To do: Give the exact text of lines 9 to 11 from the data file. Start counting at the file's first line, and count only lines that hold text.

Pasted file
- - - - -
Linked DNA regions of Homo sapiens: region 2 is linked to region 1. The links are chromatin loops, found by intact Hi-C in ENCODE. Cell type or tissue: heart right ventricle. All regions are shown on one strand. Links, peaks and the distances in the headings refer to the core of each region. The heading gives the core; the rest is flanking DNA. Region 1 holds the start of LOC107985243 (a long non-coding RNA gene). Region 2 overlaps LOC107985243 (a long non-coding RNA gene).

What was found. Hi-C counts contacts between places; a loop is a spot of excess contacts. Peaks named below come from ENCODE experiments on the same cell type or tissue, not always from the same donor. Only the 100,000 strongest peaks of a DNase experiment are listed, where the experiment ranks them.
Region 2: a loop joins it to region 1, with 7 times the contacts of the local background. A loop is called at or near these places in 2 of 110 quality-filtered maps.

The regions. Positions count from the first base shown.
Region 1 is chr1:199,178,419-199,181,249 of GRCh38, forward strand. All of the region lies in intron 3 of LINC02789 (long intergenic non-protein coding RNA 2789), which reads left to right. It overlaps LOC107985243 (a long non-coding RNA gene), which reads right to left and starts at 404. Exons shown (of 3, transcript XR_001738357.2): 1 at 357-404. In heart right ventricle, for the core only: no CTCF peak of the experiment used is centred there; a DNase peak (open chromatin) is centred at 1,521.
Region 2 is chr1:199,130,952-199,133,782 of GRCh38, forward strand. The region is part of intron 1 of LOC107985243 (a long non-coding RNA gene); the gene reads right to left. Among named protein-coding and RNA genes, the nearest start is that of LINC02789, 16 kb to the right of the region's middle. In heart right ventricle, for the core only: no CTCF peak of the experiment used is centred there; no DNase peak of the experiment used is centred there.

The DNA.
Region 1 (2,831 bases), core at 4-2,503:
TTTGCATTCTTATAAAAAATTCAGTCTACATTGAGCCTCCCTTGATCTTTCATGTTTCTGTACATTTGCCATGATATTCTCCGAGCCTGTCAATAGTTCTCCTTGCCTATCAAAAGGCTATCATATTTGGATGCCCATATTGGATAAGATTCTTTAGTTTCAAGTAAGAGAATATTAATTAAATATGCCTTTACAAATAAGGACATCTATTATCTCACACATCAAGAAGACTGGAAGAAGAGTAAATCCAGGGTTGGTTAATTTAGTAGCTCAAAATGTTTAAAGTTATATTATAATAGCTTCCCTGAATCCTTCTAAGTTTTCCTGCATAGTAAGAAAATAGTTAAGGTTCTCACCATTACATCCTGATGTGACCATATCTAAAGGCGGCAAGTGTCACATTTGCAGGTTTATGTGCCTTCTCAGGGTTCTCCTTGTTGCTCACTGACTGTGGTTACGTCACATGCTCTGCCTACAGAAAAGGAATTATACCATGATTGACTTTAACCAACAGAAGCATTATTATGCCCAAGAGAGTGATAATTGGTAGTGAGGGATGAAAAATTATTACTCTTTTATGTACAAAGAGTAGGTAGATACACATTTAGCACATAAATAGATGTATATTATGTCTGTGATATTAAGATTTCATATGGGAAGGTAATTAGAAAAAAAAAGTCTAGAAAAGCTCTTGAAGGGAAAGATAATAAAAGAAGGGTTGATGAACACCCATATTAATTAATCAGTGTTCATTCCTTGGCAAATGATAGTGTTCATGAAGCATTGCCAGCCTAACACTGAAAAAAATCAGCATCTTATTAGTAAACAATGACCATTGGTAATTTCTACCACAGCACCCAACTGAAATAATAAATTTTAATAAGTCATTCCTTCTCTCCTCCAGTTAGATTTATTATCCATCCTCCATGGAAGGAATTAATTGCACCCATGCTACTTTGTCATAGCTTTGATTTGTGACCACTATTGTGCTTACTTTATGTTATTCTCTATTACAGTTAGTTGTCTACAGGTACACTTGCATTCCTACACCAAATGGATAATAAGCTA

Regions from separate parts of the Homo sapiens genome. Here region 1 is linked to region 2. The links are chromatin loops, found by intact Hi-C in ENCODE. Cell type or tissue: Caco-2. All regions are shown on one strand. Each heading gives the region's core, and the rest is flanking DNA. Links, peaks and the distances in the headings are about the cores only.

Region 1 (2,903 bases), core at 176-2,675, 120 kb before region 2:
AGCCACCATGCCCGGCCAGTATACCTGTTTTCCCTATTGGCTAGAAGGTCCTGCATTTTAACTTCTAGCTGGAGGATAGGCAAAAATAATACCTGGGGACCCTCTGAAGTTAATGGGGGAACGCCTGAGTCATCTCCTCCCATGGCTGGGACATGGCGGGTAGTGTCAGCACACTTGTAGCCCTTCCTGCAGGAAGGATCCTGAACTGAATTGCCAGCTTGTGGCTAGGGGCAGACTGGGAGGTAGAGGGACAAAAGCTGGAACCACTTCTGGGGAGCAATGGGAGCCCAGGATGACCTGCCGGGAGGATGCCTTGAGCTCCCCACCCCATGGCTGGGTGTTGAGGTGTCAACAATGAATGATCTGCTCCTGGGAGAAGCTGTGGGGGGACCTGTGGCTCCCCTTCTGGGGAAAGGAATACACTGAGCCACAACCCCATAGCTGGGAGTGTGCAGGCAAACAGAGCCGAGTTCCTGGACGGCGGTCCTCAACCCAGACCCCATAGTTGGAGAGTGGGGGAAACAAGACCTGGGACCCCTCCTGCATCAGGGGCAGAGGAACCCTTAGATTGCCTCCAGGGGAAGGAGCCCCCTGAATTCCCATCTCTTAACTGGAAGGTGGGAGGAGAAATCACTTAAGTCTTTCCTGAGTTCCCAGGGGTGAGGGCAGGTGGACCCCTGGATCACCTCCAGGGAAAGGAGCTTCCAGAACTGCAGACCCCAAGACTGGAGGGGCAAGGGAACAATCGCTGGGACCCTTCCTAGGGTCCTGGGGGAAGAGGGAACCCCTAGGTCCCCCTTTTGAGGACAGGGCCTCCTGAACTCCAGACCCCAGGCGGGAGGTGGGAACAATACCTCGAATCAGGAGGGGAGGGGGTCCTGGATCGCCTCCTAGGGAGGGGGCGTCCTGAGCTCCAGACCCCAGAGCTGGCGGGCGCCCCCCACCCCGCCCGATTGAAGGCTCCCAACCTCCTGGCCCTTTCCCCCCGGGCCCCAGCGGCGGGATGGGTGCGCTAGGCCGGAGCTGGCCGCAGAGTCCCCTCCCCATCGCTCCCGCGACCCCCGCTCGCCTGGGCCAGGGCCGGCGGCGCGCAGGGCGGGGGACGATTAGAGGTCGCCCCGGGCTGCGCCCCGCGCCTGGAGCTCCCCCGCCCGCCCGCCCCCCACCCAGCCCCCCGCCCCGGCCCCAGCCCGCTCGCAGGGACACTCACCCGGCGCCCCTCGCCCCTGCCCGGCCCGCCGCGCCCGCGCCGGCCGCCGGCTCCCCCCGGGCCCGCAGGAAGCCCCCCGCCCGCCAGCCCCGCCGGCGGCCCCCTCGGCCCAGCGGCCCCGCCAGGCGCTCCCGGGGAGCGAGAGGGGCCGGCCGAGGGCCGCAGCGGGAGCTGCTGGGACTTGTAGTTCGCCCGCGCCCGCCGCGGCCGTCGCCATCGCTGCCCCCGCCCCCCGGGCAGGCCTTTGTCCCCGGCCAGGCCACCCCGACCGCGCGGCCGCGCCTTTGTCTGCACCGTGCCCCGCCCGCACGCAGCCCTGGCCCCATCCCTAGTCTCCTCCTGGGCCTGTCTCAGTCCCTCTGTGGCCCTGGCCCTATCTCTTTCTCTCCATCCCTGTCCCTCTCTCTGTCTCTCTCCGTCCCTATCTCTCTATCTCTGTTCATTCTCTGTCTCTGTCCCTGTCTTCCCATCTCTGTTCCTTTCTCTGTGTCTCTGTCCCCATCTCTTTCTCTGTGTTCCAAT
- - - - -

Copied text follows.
TTTGCATTCTTATAAAAAATTCAGTCTACATTGAGCCTCCCTTGATCTTTCATGTTTCTGTACATTTGCCATGATATTCTCCGAGCCTGTCAATAGTTCTCCTTGCCTATCAAAAGGCTATCATATTTGGATGCCCATATTGGATAAGATTCTTTAGTTTCAAGTAAGAGAATATTAATTAAATATGCCTTTACAAATAAGGACATCTATTATCTCACACATCAAGAAGACTGGAAGAAGAGTAAATCCAGGGTTGGTTAATTTAGTAGCTCAAAATGTTTAAAGTTATATTATAATAGCTTCCCTGAATCCTTCTAAGTTTTCCTGCATAGTAAGAAAATAGTTAAGGTTCTCACCATTACATCCTGATGTGACCATATCTAAAGGCGGCAAGTGTCACATTTGCAGGTTTATGTGCCTTCTCAGGGTTCTCCTTGTTGCTCACTGACTGTGGTTACGTCACATGCTCTGCCTACAGAAAAGGAATTATACCATGATTGACTTTAACCAACAGAAGCATTATTATGCCCAAGAGAGTGATAATTGGTAGTGAGGGATGAAAAATTATTACTCTTTTATGTACAAAGAGTAGGTAGATACACATTTAGCACATAAATAGATGTATATTATGTCTGTGATATTAAGATTTCATATGGGAAGGTAATTAGAAAAAAAAAGTCTAGAAAAGCTCTTGAAGGGAAAGATAATAAAAGAAGGGTTGATGAACACCCATATTAATTAATCAGTGTTCATTCCTTGGCAAATGATAGTGTTCATGAAGCATTGCCAGCCTAACACTGAAAAAAATCAGCATCTTATTAGTAAACAATGACCATTGGTAATTTCTACCACAGCACCCAACTGAAATAATAAATTTTAATAAGTCATTCCTTCTCTCCTCCAGTTAGATTTATTATCCATCCTCCATGGAAGGAATTAATTGCACCCATGCTACTTTGTCATAGCTTTGATTTGTGACCACTATTGTGCTTACTTTATGTTATTCTCTATTACAGTTAGTTGTCTACAGGTACACTTGCATTCCTACACCAAATGGATAATAAGCTA

Regions from separate parts of the Homo sapiens genome. Here region 1 is linked to region 2. The links are chromatin loops, found by intact Hi-C in ENCODE. Cell type or tissue: Caco-2. All regions are shown on one strand. Each heading gives the region's core, and the rest is flanking DNA. Links, peaks and the distances in the headings are about the cores only.

Region 1 (2,903 bases), core at 176-2,675, 120 kb before region 2: